LONDON (Reuters) - England are expected to reprise their new attacking approach instilled by captain Ben Stokes, but will come up against a powerful South Africa seam attack in the three-test series starting on Wednesday.
Stokes’s approach has ruffled the feathers of test purists, but "Bazball" brought dramatic victories and great entertainment as England beat New Zealand and India in June and July, chasing down imposing victory targets in swashbuckling style.
Stokes has said how he wants to change the way test cricket is played, calling for his team to score quick runs and always look for wickets in an aggressive approach.
There is no reason to expect anything different at Lord’s on Wednesday as England bid for a fifth successive test win, against a team whose strength is their pace bowling attack.
"I’d like to see them do it against our seamers," said South Africa captain Dean Elgar in a provocative call to arms in the build-up to the series.
South Africa have, however, lost Duanne Olivier to a hip injury and are sweating on the fitness of lead bowler Kagiso Rababa, who has been struggling with an ankle injury. Elgar said last week that getting the 27-year-old seamer fit was his team’s top priority.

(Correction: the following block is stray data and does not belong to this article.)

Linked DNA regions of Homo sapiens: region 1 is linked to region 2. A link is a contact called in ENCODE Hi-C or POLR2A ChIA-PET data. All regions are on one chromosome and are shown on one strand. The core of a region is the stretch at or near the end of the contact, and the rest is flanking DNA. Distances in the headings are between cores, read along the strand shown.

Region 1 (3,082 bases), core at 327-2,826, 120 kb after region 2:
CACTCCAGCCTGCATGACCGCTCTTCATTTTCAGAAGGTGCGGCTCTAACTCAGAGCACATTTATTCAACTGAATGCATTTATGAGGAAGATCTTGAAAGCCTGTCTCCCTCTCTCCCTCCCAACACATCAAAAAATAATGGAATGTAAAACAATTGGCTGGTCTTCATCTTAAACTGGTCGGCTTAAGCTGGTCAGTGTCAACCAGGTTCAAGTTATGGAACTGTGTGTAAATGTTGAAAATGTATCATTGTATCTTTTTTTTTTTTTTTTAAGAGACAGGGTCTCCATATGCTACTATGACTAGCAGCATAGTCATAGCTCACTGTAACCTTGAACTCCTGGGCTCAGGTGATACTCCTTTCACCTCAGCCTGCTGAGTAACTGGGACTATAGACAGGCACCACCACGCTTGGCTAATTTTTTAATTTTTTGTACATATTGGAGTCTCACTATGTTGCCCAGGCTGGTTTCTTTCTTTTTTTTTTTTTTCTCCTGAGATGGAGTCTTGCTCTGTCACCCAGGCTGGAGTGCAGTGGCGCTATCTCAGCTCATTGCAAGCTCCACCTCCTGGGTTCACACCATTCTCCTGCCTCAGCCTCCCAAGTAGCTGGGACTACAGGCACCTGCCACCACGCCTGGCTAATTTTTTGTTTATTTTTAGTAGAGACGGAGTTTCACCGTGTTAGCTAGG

They also suffered defeat by an innings and 56 runs against the hosts’ second string, the England Lions, in the four-day warm-up match at Canterbury last week.
The Lions attacked the South Africans with bat and ball in a vivid illustration of what they can expect at Lord’s and in the following two tests at Old Trafford and The Oval.
South Africa go into series on the back of home successes over India and Bangladesh, the latter achieved with a weakened side after giving key players time off to compete in the Indian Premier League.
Since Elgar became captain in March, 2021, South Africa have won seven of nine matches and top the World Test Championship table, on course for a meeting with Australia in next year’s final.
(Writing by Mark Gleeson in Cape Town; Editing by Ed Osmond)